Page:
Writer’s Block vs Writer’s Anxiety

I don’t really believe in writer’s block.

To me, writer’s block is a name given to the situation in which I’m stumped because I haven’t done enough research. I usually find that if I just sit down for a while and think hard about my story, the pieces fall into place and I can get cracking again.

I don’t have writer’s block.

I have writer’s anxiety.

I know what I want to write, I just can’t get myself to sit down and make those words happen. Oh, I have a weekly writing date with myself and in that hour I spend at the coffee shop I’m quite prolific. And I’m also psyched during and afterwards – writing makes my heart soar.

But I just can’t seem to make myself write any other time. I had ample opportunity for writing this weekend. The little one was out with his grandmother for most of Saturday and took ‘n 4-hour nap on Sunday. Plenty of time to write.

And yet, I didn’t. In fact, the mere thought of sitting down to write gave me anxiety attacks – you know: elevated heart rate, cold sweats, spinning room, nausea, immediate headache.

I asked for advice from my writer’s group and the responses were extremely helpful for someone suffering from writer’s block:

  • Break down the tasks into smaller, more doable, pieces
  • Write every day to take the pressure off the one writing session
  • Incentivise and give yourself rewards for achieving small results
  • Withhold a particular treat until the writing is done
  • Make yourself accountable by sharing your targets with friends or on social media
  • Consider the time spent thinking about your story also as writing time well spent
  • Think about the places where you get stuck until you have answers to unstuck yourself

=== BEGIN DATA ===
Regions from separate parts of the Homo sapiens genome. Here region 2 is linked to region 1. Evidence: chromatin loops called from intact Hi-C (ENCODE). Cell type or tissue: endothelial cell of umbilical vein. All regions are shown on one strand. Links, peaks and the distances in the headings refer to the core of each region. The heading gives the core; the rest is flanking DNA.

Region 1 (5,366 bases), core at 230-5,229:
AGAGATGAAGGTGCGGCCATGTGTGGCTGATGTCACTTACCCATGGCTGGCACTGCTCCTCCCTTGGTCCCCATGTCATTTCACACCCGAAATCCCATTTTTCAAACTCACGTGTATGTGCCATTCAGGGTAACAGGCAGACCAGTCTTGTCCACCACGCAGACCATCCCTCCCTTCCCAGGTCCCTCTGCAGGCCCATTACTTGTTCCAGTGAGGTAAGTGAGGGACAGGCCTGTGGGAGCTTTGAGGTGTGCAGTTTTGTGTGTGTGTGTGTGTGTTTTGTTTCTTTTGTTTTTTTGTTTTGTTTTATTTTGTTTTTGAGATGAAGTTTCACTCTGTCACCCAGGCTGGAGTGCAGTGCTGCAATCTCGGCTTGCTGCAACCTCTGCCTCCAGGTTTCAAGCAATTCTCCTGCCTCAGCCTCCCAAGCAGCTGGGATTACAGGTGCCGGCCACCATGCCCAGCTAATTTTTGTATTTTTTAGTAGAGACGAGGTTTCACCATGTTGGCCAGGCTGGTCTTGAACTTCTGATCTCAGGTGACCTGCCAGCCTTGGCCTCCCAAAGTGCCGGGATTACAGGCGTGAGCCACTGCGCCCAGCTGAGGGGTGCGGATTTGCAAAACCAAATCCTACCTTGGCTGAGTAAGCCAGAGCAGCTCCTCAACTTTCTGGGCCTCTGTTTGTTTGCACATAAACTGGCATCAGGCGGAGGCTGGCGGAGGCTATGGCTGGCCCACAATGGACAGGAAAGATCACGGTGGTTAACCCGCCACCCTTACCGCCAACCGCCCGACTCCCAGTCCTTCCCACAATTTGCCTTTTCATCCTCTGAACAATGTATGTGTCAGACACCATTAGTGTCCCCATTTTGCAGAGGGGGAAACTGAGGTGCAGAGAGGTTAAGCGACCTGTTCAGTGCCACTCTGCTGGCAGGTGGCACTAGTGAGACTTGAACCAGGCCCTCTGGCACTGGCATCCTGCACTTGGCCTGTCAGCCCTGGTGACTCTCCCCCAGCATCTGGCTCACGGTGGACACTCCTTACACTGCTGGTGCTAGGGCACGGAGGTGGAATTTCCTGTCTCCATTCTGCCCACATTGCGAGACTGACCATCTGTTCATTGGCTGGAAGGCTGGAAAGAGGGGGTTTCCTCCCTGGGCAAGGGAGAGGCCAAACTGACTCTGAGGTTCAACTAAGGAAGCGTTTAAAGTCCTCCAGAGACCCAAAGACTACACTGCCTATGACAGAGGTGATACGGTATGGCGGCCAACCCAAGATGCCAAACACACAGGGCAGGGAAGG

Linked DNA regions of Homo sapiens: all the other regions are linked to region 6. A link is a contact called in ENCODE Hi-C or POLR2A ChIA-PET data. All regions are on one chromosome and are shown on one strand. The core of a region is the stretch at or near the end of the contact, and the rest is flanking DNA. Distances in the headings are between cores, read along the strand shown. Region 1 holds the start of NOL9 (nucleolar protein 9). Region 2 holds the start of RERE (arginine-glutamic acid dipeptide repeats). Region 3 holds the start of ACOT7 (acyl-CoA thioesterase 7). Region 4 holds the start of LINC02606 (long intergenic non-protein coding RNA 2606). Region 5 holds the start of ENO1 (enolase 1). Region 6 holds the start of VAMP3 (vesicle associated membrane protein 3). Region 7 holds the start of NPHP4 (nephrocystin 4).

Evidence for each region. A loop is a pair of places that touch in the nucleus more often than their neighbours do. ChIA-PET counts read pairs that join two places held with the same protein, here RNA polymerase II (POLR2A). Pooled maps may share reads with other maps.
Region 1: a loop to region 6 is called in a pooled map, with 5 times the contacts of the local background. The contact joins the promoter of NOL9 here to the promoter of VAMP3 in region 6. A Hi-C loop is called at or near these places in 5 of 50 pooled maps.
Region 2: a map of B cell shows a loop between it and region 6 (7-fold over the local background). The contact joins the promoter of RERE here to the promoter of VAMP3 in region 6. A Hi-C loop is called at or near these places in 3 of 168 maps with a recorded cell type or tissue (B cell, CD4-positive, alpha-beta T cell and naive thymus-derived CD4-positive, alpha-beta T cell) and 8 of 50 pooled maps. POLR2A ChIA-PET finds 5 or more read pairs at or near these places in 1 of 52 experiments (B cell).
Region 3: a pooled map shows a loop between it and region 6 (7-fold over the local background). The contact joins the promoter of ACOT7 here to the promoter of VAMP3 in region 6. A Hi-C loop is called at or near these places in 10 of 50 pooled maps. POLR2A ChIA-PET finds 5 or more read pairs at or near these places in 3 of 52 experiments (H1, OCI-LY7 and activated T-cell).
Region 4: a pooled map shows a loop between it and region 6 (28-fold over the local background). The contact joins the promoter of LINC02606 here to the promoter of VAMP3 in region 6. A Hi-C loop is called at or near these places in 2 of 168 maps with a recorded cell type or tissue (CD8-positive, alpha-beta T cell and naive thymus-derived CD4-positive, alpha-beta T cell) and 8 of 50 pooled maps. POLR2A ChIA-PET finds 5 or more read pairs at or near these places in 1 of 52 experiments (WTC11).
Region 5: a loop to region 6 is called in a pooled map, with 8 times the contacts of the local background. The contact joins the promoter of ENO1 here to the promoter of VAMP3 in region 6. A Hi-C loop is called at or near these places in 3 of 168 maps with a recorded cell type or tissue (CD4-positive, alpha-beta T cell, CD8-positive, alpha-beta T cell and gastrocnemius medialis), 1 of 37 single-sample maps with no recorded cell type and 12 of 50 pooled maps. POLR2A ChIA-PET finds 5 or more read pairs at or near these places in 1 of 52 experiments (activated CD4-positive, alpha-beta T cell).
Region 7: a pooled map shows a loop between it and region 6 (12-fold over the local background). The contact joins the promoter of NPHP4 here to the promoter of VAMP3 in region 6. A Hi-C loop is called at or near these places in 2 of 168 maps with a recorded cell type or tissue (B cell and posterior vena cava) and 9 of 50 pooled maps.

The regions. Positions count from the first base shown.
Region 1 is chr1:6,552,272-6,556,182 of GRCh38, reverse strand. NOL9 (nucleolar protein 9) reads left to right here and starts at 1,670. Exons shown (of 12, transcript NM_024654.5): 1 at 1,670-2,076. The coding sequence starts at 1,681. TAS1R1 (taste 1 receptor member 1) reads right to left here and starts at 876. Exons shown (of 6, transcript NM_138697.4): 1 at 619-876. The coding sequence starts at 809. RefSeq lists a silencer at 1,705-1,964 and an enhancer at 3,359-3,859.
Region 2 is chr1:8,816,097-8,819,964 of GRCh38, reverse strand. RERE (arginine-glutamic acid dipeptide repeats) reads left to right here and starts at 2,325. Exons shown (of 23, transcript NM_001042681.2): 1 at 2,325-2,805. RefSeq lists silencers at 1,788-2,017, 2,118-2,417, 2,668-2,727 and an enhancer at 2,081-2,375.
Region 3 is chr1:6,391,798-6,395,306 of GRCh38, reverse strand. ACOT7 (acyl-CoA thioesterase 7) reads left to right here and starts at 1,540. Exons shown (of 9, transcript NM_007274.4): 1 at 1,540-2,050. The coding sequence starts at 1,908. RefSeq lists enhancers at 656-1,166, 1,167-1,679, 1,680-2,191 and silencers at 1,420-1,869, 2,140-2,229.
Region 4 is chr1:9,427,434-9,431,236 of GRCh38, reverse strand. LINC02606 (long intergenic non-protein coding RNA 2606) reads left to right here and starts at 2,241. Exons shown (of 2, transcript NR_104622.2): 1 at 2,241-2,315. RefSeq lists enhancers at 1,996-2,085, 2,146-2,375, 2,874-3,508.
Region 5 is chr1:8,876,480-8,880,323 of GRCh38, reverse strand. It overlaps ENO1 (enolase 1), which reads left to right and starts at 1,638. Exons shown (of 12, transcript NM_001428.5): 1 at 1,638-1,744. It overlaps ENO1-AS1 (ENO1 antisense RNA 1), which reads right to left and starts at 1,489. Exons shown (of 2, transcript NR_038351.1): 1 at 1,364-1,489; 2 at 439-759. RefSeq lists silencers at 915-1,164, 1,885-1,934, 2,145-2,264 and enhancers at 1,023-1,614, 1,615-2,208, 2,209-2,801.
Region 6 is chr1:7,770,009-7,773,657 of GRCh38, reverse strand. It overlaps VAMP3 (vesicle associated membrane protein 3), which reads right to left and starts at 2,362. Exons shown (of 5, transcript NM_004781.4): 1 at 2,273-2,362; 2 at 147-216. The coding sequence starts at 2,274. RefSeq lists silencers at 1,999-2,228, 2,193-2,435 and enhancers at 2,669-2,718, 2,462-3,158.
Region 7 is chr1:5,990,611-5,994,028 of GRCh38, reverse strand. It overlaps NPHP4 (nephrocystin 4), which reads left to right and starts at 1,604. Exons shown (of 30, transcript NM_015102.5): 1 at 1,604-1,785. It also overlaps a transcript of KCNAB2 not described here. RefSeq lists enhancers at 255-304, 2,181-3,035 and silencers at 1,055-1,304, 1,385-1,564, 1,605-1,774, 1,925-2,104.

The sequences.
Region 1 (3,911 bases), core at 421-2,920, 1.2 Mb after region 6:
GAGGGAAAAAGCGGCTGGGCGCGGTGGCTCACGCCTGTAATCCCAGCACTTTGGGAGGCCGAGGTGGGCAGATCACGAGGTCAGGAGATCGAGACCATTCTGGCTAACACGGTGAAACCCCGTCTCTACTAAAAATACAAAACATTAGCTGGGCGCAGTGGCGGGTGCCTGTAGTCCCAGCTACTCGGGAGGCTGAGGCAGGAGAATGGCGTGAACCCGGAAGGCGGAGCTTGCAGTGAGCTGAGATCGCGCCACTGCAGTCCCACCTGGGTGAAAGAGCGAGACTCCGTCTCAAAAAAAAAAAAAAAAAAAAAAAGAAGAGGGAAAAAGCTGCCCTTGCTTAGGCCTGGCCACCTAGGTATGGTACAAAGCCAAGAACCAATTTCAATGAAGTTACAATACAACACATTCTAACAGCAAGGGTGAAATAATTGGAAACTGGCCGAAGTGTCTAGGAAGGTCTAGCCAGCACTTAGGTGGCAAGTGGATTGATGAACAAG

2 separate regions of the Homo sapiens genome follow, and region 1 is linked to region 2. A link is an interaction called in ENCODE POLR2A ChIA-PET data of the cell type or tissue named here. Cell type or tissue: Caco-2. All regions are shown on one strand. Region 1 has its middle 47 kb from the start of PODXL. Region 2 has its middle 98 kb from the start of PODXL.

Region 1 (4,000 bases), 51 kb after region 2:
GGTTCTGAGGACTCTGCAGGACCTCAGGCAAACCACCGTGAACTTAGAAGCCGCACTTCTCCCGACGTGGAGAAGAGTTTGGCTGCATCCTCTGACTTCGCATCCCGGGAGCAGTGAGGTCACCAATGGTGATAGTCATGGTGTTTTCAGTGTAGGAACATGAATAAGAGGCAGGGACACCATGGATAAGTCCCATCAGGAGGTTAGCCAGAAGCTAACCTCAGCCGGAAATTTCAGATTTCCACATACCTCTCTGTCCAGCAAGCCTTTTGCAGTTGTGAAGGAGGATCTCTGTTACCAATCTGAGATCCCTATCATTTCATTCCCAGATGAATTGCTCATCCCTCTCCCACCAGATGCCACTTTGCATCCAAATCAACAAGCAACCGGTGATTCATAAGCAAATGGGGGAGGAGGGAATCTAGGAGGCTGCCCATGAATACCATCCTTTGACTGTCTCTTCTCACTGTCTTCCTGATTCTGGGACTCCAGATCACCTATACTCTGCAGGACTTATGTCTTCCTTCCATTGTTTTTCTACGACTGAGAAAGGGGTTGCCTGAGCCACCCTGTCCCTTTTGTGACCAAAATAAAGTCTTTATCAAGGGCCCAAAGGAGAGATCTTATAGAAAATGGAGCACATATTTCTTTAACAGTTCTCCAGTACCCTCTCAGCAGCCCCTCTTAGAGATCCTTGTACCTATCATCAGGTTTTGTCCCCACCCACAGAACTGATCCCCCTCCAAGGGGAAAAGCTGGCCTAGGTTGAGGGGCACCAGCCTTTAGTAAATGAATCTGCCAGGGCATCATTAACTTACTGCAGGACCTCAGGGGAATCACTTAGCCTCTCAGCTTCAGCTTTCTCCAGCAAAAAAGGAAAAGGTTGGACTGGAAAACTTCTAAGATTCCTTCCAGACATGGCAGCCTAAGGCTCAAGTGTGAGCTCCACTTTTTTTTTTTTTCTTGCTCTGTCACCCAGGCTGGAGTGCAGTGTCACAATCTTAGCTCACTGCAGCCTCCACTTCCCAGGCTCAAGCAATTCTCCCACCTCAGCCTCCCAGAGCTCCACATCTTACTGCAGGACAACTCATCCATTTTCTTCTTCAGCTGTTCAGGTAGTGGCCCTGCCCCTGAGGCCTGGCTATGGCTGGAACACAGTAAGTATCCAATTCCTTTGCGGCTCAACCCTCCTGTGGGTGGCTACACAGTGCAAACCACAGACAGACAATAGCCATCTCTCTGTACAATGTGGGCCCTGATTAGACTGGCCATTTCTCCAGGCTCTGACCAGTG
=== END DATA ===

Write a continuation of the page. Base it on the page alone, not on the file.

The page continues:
• Sit your bum in the chair and coax a sentence or two out until the flow comes

All very good and valid advice if you’re stuck in a writing slump.

But that’s not quite my problem. My problem stems from something very specific. And that something is the first draft of the third installment of my urban fantasy series.

I had trouble writing the second installment too, and I think the problem I have now builds from that. Part 2 was well-received, some readers claiming it was even better than Part 1, which is great, but it means I am now under an enormous amount of pressure for Part 3. It has to improve, yet again, upon its predecessor. This, I think, is what’s causing my anxiety.

What if I don’t succeed? What if this story is boring as hell? What if my characters are paper-thin clichés with no agency? What if I let my readers down?

I’m told this is normal, part of the up-and-down cycle of a creative’s life.

It sucks.

I’ll get through it, I’m sure, but right now it sucks big time.

I have only a few days left before my self-imposed deadline for finishing this first draft is due (we won’t discuss the previous two deadlines that whistled past like high-speed trains at a non-stop station). Will I make? Should I even try to, given that it’s causing me such severe anxiety?

I don’t know, but I do know that I’ll push on regardless. This story wants out and one way or another, it will get written. It may just take a little longer than expected.

What I do know, however, is that I’ll think twice before attempting another series again…

Do you get writer’s anxiety? How do you deal with it?

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